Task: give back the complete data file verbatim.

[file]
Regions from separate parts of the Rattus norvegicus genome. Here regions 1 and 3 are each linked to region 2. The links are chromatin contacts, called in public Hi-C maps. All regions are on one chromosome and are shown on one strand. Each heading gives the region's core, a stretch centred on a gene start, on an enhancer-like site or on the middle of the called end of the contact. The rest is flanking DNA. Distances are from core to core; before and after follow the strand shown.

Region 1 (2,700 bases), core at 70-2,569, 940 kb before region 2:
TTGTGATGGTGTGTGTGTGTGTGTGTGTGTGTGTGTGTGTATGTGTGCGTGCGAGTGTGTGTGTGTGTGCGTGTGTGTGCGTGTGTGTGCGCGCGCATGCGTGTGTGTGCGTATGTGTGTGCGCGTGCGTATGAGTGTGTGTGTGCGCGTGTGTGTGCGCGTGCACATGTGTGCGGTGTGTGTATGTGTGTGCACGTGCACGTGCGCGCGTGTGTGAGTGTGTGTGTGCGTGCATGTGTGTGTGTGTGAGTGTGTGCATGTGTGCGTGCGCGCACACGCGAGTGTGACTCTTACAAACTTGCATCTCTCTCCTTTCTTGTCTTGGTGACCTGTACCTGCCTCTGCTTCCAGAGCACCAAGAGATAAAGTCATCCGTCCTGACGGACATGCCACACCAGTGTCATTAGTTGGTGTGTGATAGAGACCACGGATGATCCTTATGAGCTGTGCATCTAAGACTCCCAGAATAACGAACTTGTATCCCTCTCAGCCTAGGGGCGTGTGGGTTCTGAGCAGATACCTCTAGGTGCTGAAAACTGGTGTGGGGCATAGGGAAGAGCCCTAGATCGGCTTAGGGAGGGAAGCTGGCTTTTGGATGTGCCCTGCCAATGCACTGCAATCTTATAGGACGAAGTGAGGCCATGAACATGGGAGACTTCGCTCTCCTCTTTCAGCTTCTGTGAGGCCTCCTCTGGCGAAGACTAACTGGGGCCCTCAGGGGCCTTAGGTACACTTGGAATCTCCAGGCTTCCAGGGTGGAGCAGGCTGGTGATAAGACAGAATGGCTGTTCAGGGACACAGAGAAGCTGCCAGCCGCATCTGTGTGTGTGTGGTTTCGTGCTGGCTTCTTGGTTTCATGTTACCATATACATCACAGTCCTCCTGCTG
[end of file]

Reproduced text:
Regions from separate parts of the Rattus norvegicus genome. Here regions 1 and 3 are each linked to region 2. The links are chromatin contacts, called in public Hi-C maps. All regions are on one chromosome and are shown on one strand. Each heading gives the region's core, a stretch centred on a gene start, on an enhancer-like site or on the middle of the called end of the contact. The rest is flanking DNA. Distances are from core to core; before and after follow the strand shown.

Region 1 (2,700 bases), core at 70-2,569, 940 kb before region 2:
TTGTGATGGTGTGTGTGTGTGTGTGTGTGTGTGTGTGTGTATGTGTGCGTGCGAGTGTGTGTGTGTGTGCGTGTGTGTGCGTGTGTGTGCGCGCGCATGCGTGTGTGTGCGTATGTGTGTGCGCGTGCGTATGAGTGTGTGTGTGCGCGTGTGTGTGCGCGTGCACATGTGTGCGGTGTGTGTATGTGTGTGCACGTGCACGTGCGCGCGTGTGTGAGTGTGTGTGTGCGTGCATGTGTGTGTGTGTGAGTGTGTGCATGTGTGCGTGCGCGCACACGCGAGTGTGACTCTTACAAACTTGCATCTCTCTCCTTTCTTGTCTTGGTGACCTGTACCTGCCTCTGCTTCCAGAGCACCAAGAGATAAAGTCATCCGTCCTGACGGACATGCCACACCAGTGTCATTAGTTGGTGTGTGATAGAGACCACGGATGATCCTTATGAGCTGTGCATCTAAGACTCCCAGAATAACGAACTTGTATCCCTCTCAGCCTAGGGGCGTGTGGGTTCTGAGCAGATACCTCTAGGTGCTGAAAACTGGTGTGGGGCATAGGGAAGAGCCCTAGATCGGCTTAGGGAGGGAAGCTGGCTTTTGGATGTGCCCTGCCAATGCACTGCAATCTTATAGGACGAAGTGAGGCCATGAACATGGGAGACTTCGCTCTCCTCTTTCAGCTTCTGTGAGGCCTCCTCTGGCGAAGACTAACTGGGGCCCTCAGGGGCCTTAGGTACACTTGGAATCTCCAGGCTTCCAGGGTGGAGCAGGCTGGTGATAAGACAGAATGGCTGTTCAGGGACACAGAGAAGCTGCCAGCCGCATCTGTGTGTGTGTGGTTTCGTGCTGGCTTCTTGGTTTCATGTTACCATATACATCACAGTCCTCCTGCTG